Those Canadians. It must be something in the water–or possibly in their government-funded arts programs–but four of my very favorite gay authors (Peter Dube, ‘Nathan Burgoine, Shawn Syms, and Christopher DiRaddo) are residents of that country. Burgoine’s Light was a keenly done superhero love story as sharp as it was sharp-witted, Dube (author of the prose poem collection Conjure) and Syms have new collections either out or just released (and will be featured here soon), and DiRaddo’s first novel, The Geography of Pluto, has also found its way into my hands. And it’s a pleasure to report his debut ranks right up there with the best work of his aforementioned countrymen.
Montreal high school geography teacher Will Ambrose can’t seem to get beyond his breakup with his ex-boyfriend Max. Despite the best efforts of his best friend Angie, he dwells far too much on the past even though the present requires his attention. After one battle with cancer, his mother finds herself dealing with another round of the disease with only Will to help her through. But Will’s preoccupation with getting Max back threatens both their holds on stability.
Make no mistake, this is not a novel with intricate plot twists and turns. It is character driven, but that doesn’t mean it’s directionless. Will has a purpose in mind, even if it’s just getting himself through the day or–even worse–the night. We’ve all been there. He’s mystified by Max’s departure. When Will calls Max out of desperation, we are as astounded as Will when Max agrees to see him. Even more astounding is that they attempt a reconciliation, but we know it won’t work. So does Will. But Will’s biggest fear, the one he never states but pervades the book, is that he will end up like his mother–alone, dependent solely on work to structure his life, and facing cancer. The parallels between mother and son are too ably portrayed to miss, but the biggest is that they are both unable to move past their lost loves (Will’s father died when he was quite young). It’s no coincidence his second try with Max happens once his mother’s been diagnosed. They are both afflicted, paralyzed by their visions of what their lives should be, yet unable to make those visions reality. They both come to learn, however, that permanence is a myth and that life is only a series of temporary realities.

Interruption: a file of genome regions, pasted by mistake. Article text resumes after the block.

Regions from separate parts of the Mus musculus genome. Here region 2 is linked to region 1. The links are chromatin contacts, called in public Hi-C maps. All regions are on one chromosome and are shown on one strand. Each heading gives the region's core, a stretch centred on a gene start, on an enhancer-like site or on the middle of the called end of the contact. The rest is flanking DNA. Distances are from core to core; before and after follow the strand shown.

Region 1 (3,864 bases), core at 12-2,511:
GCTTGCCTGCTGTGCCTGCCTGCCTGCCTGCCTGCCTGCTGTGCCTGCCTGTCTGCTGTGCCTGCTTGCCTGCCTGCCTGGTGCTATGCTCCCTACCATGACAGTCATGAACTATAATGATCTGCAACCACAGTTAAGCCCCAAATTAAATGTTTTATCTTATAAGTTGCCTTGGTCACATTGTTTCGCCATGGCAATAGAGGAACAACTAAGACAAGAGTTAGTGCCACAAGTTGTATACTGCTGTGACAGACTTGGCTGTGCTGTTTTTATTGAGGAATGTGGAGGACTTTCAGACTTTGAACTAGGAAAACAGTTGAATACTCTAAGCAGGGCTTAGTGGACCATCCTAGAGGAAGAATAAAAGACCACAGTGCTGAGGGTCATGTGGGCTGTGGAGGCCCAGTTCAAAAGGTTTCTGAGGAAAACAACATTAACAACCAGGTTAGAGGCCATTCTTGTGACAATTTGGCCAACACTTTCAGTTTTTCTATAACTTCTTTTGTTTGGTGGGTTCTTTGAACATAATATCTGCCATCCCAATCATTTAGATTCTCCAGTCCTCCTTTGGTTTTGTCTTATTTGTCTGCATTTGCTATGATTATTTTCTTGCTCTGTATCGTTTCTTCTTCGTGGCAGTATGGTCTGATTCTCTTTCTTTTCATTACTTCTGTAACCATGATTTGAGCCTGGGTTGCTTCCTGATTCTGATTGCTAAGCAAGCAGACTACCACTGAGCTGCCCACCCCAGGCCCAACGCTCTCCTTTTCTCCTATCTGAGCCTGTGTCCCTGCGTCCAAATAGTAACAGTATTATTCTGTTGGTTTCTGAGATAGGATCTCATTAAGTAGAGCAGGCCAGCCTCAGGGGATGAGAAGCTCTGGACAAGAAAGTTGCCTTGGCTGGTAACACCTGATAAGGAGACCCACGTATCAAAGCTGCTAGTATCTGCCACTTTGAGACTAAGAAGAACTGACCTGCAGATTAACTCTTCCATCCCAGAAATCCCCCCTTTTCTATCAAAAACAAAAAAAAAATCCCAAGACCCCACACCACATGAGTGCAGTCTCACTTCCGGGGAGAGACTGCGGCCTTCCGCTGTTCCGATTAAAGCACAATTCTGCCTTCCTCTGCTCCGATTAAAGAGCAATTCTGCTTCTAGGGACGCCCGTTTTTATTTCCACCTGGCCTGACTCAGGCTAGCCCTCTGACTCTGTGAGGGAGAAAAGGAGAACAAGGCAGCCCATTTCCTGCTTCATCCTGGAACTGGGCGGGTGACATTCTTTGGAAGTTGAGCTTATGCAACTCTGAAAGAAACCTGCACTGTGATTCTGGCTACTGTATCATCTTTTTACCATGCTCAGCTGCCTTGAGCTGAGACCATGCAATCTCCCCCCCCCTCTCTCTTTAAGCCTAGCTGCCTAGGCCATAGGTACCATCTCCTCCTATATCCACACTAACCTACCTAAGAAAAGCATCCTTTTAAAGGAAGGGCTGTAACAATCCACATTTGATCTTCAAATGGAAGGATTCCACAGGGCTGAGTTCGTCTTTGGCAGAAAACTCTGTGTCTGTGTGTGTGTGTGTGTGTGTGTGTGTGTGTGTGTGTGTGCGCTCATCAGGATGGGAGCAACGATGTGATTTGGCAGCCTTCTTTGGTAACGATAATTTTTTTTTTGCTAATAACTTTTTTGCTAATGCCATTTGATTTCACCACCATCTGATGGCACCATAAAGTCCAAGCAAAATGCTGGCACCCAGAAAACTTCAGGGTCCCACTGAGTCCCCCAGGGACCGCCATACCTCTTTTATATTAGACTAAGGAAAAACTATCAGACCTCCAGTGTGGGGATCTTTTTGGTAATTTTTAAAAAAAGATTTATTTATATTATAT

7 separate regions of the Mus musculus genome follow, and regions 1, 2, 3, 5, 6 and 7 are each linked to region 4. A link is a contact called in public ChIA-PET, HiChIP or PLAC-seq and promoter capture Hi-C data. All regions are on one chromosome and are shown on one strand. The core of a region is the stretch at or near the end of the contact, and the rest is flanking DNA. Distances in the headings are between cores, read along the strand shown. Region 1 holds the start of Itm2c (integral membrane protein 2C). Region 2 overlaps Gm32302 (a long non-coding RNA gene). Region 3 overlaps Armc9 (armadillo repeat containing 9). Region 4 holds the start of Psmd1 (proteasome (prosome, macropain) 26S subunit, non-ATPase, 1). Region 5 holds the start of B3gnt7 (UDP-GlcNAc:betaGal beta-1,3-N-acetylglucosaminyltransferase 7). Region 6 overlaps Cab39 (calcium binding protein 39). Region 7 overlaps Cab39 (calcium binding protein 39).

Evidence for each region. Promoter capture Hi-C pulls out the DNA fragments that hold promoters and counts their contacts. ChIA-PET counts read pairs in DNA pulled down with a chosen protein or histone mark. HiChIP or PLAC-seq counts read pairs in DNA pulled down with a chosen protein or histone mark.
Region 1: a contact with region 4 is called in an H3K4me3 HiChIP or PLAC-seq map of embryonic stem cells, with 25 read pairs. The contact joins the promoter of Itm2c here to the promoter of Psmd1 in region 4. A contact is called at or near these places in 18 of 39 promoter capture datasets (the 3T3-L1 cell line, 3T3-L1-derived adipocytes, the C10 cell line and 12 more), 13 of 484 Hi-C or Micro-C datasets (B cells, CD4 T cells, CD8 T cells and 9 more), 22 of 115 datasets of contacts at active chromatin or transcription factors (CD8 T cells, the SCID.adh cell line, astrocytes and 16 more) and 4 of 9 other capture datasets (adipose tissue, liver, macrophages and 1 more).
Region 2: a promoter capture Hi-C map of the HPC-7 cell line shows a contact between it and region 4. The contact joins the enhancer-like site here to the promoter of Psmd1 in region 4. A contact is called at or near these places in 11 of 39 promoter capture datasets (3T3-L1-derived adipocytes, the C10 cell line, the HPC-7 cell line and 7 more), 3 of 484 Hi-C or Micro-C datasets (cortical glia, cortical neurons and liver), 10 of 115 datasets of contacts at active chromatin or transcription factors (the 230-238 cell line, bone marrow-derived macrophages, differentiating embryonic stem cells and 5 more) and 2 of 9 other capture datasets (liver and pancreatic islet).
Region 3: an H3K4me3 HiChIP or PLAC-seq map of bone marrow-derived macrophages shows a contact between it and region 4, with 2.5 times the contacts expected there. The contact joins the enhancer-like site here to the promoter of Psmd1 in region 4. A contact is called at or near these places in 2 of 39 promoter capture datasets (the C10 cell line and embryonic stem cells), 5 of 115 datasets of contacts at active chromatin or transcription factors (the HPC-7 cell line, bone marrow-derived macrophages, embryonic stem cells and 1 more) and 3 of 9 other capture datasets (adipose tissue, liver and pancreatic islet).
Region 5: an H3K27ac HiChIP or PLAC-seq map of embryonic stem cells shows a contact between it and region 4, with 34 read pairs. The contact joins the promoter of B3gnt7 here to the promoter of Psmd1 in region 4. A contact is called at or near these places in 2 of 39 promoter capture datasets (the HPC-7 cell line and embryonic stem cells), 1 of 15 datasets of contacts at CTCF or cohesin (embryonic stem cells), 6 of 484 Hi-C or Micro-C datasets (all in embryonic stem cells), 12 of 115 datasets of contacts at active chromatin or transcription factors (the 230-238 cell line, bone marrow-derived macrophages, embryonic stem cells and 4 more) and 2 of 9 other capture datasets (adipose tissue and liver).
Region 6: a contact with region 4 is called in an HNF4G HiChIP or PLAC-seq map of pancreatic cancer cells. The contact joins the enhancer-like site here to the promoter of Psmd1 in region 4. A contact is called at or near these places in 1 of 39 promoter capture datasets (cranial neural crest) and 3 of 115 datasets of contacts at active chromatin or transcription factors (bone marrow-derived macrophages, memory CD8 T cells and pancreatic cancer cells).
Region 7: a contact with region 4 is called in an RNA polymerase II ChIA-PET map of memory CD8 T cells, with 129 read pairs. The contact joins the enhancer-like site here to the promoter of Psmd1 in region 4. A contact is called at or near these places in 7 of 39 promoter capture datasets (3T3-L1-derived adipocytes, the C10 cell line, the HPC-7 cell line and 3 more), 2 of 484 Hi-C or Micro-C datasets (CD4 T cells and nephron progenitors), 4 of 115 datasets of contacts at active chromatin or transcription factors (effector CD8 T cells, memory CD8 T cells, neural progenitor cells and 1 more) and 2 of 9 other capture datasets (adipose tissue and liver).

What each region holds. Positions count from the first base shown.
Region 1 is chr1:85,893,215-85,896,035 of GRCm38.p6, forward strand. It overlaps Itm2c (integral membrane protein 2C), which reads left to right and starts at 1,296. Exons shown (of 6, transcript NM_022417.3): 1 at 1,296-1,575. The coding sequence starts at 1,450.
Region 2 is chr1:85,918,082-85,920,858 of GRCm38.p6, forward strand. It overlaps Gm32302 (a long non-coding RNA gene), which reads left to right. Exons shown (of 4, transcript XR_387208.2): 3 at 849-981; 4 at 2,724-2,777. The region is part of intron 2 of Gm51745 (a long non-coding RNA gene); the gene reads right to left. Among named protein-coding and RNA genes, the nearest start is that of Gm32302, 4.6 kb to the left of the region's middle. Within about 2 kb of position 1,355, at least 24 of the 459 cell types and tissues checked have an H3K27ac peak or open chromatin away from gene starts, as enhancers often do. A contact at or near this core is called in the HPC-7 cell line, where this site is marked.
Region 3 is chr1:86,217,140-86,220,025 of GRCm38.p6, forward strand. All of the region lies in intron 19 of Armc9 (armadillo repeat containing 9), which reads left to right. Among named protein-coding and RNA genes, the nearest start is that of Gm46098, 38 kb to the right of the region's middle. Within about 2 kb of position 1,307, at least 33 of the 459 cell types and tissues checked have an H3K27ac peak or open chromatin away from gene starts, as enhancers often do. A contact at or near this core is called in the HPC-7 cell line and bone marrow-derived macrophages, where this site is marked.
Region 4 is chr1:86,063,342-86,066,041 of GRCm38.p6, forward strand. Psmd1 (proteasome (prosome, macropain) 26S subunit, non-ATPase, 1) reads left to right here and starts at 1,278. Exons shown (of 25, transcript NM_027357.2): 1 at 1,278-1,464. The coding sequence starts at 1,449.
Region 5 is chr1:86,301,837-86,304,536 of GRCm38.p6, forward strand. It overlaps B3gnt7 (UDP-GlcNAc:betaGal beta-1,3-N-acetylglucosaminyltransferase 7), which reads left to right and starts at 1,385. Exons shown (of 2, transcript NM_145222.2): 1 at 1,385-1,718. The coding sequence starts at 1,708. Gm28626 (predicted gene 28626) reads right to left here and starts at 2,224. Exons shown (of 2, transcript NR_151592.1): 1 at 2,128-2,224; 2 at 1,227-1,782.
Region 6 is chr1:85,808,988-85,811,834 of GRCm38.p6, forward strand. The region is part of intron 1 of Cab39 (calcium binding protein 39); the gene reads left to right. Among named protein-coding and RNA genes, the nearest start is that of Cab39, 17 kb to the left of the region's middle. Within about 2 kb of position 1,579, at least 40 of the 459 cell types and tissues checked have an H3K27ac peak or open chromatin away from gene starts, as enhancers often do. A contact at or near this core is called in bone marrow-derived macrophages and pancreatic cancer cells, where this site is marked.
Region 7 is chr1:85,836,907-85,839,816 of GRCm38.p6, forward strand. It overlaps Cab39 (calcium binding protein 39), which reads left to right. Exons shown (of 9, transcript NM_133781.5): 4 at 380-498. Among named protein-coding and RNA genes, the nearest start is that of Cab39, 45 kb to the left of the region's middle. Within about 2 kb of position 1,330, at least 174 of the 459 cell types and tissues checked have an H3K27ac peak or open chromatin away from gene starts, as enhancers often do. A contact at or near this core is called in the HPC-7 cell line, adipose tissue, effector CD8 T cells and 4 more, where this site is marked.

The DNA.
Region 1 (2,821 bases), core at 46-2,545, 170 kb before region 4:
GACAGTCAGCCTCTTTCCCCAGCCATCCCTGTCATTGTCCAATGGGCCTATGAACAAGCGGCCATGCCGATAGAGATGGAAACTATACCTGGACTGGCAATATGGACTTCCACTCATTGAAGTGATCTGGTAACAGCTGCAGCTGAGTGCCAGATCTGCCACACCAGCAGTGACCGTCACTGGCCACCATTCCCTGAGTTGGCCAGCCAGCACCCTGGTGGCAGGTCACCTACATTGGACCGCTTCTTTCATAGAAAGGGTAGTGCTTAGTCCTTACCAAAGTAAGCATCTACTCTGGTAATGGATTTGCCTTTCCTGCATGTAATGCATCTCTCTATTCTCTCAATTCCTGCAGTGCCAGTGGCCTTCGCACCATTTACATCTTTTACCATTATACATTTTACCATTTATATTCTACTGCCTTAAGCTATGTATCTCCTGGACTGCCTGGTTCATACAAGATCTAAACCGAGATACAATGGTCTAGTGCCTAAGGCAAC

The Geography of Pluto is masterfully told, full of heart and heartbreak. DiRaddo’s gift for dialogue is only matched by the clarity and directness of his prose. He also has a finely detailed sense of place and time, but he never lets either of those overwhelm the characters. The setting emerges as naturally as a sunrise. His language and insights are also wonderfully honed, and I can’t think of any better example than the pull-quote from the back cover of the book:
Over the last three months I had been troubled by another imprint that lingered on my walls and furniture. Although he had never lived here, Max’s indelible presence could still be felt in the apartment, his scent burnt into the wood like waves upon waves of incense. It spooked me, sometimes, being alone in this space. It reminded me too much of who I used to be, who I was when we were together. Sometimes it felt as if I were the thing that didn’t belong in the room. This was someone else’s house, a happier person who was long disappeared, and I was living in his place as a squatter.
Di Raddo’s first novel is a terrific debut that will have you mulling over the characters long after you’ve finished. They resonate that strongly. Highly recommended.
© 2014 Jerry L. Wheeler